SOME Olympians may be heavily-disguised animals, it has been claimed.
The 16-year-old Chinese swimmer Ye Shiwen, who smashed records in the 400 metres medley, was last seen heading out to sea at speeds of over 80 knots with her coach on her back.
Olympic official Roy Hobbs said: Wed hesitate to accuse a young girl of cheating when shes achieved something so special, but we do need to take a look at her blowhole at some point.
A younger swimmer can often improve dramatically over a short period of time without recourse to mindbendingly strong steroids but even the strongest attack of puberty doesnt usually cause somebody to start communicating via a series of clicks and squeaks.
“I’m not being cruel about her looks, she’s far prettier than Frankie Boyle. But when a search of the changing rooms reveals a bucket of sprats and a zip-up rubber costume with a human face, something has to be done.”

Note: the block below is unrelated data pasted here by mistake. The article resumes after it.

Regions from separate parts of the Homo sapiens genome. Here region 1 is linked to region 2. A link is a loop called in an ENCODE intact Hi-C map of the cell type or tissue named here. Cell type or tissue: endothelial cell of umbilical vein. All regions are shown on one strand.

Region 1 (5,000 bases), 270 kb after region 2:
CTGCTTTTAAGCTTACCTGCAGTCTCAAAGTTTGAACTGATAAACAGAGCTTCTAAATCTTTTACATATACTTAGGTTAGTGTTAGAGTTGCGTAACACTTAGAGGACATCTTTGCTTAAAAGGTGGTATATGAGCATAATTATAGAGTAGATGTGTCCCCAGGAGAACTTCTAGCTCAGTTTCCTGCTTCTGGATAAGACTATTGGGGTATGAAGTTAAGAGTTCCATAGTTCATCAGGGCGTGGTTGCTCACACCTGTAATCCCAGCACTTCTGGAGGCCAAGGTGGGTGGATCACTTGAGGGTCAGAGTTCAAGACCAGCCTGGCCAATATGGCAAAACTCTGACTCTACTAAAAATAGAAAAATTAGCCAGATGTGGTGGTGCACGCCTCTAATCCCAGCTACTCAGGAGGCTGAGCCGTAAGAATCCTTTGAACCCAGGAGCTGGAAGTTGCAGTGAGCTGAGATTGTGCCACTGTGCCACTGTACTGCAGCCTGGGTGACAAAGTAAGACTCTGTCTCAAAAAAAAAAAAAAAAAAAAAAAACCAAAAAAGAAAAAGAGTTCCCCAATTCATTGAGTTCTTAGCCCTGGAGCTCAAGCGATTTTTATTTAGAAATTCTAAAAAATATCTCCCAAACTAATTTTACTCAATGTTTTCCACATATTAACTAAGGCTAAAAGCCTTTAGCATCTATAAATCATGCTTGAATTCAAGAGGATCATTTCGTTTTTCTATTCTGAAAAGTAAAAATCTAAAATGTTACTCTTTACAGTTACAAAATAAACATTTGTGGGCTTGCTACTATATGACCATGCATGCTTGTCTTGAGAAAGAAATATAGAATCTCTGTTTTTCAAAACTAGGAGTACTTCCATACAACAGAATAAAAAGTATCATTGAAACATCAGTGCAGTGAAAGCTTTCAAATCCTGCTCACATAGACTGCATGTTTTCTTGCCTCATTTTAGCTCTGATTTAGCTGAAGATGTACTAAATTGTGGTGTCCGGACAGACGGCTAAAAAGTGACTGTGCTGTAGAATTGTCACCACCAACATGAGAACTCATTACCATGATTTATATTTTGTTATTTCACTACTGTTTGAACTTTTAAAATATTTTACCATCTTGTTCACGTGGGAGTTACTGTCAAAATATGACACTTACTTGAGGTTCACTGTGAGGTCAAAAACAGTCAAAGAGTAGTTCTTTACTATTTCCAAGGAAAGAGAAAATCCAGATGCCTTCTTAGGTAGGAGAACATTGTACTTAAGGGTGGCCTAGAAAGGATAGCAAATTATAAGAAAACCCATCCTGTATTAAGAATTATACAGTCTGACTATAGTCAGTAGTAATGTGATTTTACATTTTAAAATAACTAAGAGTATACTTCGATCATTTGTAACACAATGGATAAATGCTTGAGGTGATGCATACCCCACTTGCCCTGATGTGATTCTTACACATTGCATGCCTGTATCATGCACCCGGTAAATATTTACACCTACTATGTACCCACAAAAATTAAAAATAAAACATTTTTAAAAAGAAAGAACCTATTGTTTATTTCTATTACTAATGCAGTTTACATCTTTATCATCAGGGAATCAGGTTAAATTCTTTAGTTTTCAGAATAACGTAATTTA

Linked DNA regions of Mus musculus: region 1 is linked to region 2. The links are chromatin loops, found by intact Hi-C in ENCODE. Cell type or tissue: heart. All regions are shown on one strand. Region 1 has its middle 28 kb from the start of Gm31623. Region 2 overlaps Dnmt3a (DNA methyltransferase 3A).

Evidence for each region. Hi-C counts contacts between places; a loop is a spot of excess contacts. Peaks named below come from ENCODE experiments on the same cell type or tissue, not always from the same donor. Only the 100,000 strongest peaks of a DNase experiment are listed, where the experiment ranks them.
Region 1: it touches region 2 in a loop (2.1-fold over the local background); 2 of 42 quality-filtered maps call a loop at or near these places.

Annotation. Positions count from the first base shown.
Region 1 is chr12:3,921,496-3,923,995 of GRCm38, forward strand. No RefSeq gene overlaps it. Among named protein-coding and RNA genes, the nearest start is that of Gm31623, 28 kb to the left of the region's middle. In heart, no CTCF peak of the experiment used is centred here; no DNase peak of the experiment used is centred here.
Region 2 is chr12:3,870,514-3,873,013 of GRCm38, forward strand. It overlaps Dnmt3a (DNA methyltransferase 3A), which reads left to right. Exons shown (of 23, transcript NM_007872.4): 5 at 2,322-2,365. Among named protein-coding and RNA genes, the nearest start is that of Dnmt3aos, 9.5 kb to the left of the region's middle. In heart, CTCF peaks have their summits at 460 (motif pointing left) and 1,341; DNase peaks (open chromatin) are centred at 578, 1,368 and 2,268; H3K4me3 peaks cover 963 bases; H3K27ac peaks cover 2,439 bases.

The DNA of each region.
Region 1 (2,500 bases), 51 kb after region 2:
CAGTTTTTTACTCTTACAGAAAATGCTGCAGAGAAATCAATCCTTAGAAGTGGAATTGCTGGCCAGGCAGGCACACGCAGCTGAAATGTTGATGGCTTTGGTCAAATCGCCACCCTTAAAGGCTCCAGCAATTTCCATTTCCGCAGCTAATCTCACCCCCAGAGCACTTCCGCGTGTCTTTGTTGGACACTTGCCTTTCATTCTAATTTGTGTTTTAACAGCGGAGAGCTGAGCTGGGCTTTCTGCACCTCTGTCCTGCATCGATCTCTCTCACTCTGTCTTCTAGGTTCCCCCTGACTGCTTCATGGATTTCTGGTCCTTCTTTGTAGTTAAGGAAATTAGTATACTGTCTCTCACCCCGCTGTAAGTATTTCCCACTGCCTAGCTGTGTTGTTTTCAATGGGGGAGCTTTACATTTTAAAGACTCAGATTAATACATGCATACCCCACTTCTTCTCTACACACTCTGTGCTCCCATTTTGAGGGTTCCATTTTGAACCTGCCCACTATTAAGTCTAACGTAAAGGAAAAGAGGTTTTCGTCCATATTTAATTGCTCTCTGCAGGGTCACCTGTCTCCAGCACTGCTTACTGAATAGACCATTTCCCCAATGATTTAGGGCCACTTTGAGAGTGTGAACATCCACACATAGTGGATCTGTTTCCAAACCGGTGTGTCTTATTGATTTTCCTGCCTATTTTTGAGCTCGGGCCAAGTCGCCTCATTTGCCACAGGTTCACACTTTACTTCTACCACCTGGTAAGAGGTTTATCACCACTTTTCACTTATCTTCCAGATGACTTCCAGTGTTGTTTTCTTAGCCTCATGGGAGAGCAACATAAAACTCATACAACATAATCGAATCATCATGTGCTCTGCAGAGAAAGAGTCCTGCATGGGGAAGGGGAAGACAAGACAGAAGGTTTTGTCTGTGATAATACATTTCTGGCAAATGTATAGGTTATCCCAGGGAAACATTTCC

Recent advances in prosthetics have made it easier to disguise non-human athletes. Earlier in the week Australian cyclist Tom Logan was revealed to be a wallaby following a crash.
Logan’s team mate Stephen Malley said: “When Tom hit the ground his face, which had always had strange angles and a rubbery sheen, split open to revel a broad hairy muzzle. However I wasn’t that surprised – absurdly large thigh muscles are par for the cycling course, but hopping and trying to mate with labradors less so.”
Meanwhile, Hobbs has urged Ye Shiwen to return to the Olympic village, saying: There have been some shady-looking military types asking about her whereabouts. Somebody saw them in a conference room drawing sketches on a flipchart of a stick figure with flippers and a warhead strapped to its skull.
The practice of entering animals into human events was first recorded at the 1936 Berlin Olympics, when a starting pistol caused British 200 metre runner Tom Booker to leap on his nearest competitor and start biting the man’s neck.
After closer examination, Booker was revealed to be a cougar with a stick-on moustache.